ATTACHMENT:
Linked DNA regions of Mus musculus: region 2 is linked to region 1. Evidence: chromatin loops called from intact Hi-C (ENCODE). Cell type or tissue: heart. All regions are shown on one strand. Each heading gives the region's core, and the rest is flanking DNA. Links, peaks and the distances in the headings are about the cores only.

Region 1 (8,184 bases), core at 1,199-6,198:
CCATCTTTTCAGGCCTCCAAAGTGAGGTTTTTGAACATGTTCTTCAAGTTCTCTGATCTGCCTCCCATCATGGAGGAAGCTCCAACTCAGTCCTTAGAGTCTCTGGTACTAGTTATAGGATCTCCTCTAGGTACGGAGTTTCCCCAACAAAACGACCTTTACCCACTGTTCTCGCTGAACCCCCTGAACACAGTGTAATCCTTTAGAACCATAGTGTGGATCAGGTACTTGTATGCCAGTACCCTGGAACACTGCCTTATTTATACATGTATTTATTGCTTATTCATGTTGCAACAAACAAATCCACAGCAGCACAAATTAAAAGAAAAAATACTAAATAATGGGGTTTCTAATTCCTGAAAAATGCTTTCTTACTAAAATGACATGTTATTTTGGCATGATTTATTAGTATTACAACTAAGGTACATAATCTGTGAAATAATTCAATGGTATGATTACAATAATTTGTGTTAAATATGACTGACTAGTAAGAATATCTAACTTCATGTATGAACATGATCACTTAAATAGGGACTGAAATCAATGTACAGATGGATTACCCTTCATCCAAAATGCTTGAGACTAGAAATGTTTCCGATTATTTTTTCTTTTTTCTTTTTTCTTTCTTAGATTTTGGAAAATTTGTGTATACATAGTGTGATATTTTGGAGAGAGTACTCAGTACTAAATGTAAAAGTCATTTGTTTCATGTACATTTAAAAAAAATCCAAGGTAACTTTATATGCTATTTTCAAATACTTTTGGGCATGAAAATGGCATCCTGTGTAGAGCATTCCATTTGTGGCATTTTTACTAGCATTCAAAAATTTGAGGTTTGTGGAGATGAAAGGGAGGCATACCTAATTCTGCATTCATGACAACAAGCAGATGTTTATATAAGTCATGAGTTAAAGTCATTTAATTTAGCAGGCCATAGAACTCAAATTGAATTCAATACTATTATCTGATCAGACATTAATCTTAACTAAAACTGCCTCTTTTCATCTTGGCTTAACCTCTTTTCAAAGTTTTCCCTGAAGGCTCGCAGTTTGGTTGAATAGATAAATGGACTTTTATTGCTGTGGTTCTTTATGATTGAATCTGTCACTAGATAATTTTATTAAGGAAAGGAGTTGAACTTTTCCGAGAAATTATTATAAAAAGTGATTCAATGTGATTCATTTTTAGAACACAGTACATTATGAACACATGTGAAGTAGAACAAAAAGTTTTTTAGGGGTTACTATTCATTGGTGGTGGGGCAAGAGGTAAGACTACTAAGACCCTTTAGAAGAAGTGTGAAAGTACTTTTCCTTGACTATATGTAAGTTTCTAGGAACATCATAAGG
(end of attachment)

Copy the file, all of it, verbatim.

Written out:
Linked DNA regions of Mus musculus: region 2 is linked to region 1. Evidence: chromatin loops called from intact Hi-C (ENCODE). Cell type or tissue: heart. All regions are shown on one strand. Each heading gives the region's core, and the rest is flanking DNA. Links, peaks and the distances in the headings are about the cores only.

Region 1 (8,184 bases), core at 1,199-6,198:
CCATCTTTTCAGGCCTCCAAAGTGAGGTTTTTGAACATGTTCTTCAAGTTCTCTGATCTGCCTCCCATCATGGAGGAAGCTCCAACTCAGTCCTTAGAGTCTCTGGTACTAGTTATAGGATCTCCTCTAGGTACGGAGTTTCCCCAACAAAACGACCTTTACCCACTGTTCTCGCTGAACCCCCTGAACACAGTGTAATCCTTTAGAACCATAGTGTGGATCAGGTACTTGTATGCCAGTACCCTGGAACACTGCCTTATTTATACATGTATTTATTGCTTATTCATGTTGCAACAAACAAATCCACAGCAGCACAAATTAAAAGAAAAAATACTAAATAATGGGGTTTCTAATTCCTGAAAAATGCTTTCTTACTAAAATGACATGTTATTTTGGCATGATTTATTAGTATTACAACTAAGGTACATAATCTGTGAAATAATTCAATGGTATGATTACAATAATTTGTGTTAAATATGACTGACTAGTAAGAATATCTAACTTCATGTATGAACATGATCACTTAAATAGGGACTGAAATCAATGTACAGATGGATTACCCTTCATCCAAAATGCTTGAGACTAGAAATGTTTCCGATTATTTTTTCTTTTTTCTTTTTTCTTTCTTAGATTTTGGAAAATTTGTGTATACATAGTGTGATATTTTGGAGAGAGTACTCAGTACTAAATGTAAAAGTCATTTGTTTCATGTACATTTAAAAAAAATCCAAGGTAACTTTATATGCTATTTTCAAATACTTTTGGGCATGAAAATGGCATCCTGTGTAGAGCATTCCATTTGTGGCATTTTTACTAGCATTCAAAAATTTGAGGTTTGTGGAGATGAAAGGGAGGCATACCTAATTCTGCATTCATGACAACAAGCAGATGTTTATATAAGTCATGAGTTAAAGTCATTTAATTTAGCAGGCCATAGAACTCAAATTGAATTCAATACTATTATCTGATCAGACATTAATCTTAACTAAAACTGCCTCTTTTCATCTTGGCTTAACCTCTTTTCAAAGTTTTCCCTGAAGGCTCGCAGTTTGGTTGAATAGATAAATGGACTTTTATTGCTGTGGTTCTTTATGATTGAATCTGTCACTAGATAATTTTATTAAGGAAAGGAGTTGAACTTTTCCGAGAAATTATTATAAAAAGTGATTCAATGTGATTCATTTTTAGAACACAGTACATTATGAACACATGTGAAGTAGAACAAAAAGTTTTTTAGGGGTTACTATTCATTGGTGGTGGGGCAAGAGGTAAGACTACTAAGACCCTTTAGAAGAAGTGTGAAAGTACTTTTCCTTGACTATATGTAAGTTTCTAGGAACATCATAAGG